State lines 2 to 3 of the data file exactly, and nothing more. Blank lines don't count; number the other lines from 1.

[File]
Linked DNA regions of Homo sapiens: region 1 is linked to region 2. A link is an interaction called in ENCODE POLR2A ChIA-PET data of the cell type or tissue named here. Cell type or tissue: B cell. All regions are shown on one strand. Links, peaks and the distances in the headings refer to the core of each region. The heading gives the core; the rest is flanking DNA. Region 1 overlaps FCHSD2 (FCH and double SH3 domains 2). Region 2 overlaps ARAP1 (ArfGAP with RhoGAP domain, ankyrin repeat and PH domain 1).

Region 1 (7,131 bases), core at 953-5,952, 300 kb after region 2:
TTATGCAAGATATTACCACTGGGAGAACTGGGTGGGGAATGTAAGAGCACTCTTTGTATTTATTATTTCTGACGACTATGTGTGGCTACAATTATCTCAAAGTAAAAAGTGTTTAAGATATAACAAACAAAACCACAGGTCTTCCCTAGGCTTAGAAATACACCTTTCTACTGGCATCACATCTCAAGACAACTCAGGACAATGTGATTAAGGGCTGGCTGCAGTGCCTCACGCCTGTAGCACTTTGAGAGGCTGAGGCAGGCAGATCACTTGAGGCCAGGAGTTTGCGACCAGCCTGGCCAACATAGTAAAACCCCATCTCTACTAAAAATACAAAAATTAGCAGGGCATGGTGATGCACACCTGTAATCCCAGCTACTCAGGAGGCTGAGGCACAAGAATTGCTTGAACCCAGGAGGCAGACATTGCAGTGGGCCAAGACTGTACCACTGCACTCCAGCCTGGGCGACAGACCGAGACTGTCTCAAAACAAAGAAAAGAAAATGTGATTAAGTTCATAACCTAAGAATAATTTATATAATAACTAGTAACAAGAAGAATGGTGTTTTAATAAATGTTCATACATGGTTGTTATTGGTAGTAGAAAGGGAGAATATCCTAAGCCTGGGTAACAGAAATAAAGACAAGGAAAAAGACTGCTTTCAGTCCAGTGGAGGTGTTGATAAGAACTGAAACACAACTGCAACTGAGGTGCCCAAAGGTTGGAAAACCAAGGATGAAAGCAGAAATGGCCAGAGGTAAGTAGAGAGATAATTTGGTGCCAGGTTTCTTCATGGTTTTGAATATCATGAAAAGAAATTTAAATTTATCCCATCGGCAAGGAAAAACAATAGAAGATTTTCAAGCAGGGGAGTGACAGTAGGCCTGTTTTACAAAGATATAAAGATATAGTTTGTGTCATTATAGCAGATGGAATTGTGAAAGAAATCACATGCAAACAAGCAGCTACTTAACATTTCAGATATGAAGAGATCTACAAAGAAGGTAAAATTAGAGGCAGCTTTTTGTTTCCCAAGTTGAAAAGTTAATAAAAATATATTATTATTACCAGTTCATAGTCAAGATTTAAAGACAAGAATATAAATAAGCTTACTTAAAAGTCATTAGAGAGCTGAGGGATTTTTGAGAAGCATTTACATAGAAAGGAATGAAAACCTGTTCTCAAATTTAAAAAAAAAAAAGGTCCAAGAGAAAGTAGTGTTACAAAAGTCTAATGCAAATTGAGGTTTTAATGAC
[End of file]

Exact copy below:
Region 1 (7,131 bases), core at 953-5,952, 300 kb after region 2:
TTATGCAAGATATTACCACTGGGAGAACTGGGTGGGGAATGTAAGAGCACTCTTTGTATTTATTATTTCTGACGACTATGTGTGGCTACAATTATCTCAAAGTAAAAAGTGTTTAAGATATAACAAACAAAACCACAGGTCTTCCCTAGGCTTAGAAATACACCTTTCTACTGGCATCACATCTCAAGACAACTCAGGACAATGTGATTAAGGGCTGGCTGCAGTGCCTCACGCCTGTAGCACTTTGAGAGGCTGAGGCAGGCAGATCACTTGAGGCCAGGAGTTTGCGACCAGCCTGGCCAACATAGTAAAACCCCATCTCTACTAAAAATACAAAAATTAGCAGGGCATGGTGATGCACACCTGTAATCCCAGCTACTCAGGAGGCTGAGGCACAAGAATTGCTTGAACCCAGGAGGCAGACATTGCAGTGGGCCAAGACTGTACCACTGCACTCCAGCCTGGGCGACAGACCGAGACTGTCTCAAAACAAAGAAAAGAAAATGTGATTAAGTTCATAACCTAAGAATAATTTATATAATAACTAGTAACAAGAAGAATGGTGTTTTAATAAATGTTCATACATGGTTGTTATTGGTAGTAGAAAGGGAGAATATCCTAAGCCTGGGTAACAGAAATAAAGACAAGGAAAAAGACTGCTTTCAGTCCAGTGGAGGTGTTGATAAGAACTGAAACACAACTGCAACTGAGGTGCCCAAAGGTTGGAAAACCAAGGATGAAAGCAGAAATGGCCAGAGGTAAGTAGAGAGATAATTTGGTGCCAGGTTTCTTCATGGTTTTGAATATCATGAAAAGAAATTTAAATTTATCCCATCGGCAAGGAAAAACAATAGAAGATTTTCAAGCAGGGGAGTGACAGTAGGCCTGTTTTACAAAGATATAAAGATATAGTTTGTGTCATTATAGCAGATGGAATTGTGAAAGAAATCACATGCAAACAAGCAGCTACTTAACATTTCAGATATGAAGAGATCTACAAAGAAGGTAAAATTAGAGGCAGCTTTTTGTTTCCCAAGTTGAAAAGTTAATAAAAATATATTATTATTACCAGTTCATAGTCAAGATTTAAAGACAAGAATATAAATAAGCTTACTTAAAAGTCATTAGAGAGCTGAGGGATTTTTGAGAAGCATTTACATAGAAAGGAATGAAAACCTGTTCTCAAATTTAAAAAAAAAAAAGGTCCAAGAGAAAGTAGTGTTACAAAAGTCTAATGCAAATTGAGGTTTTAATGAC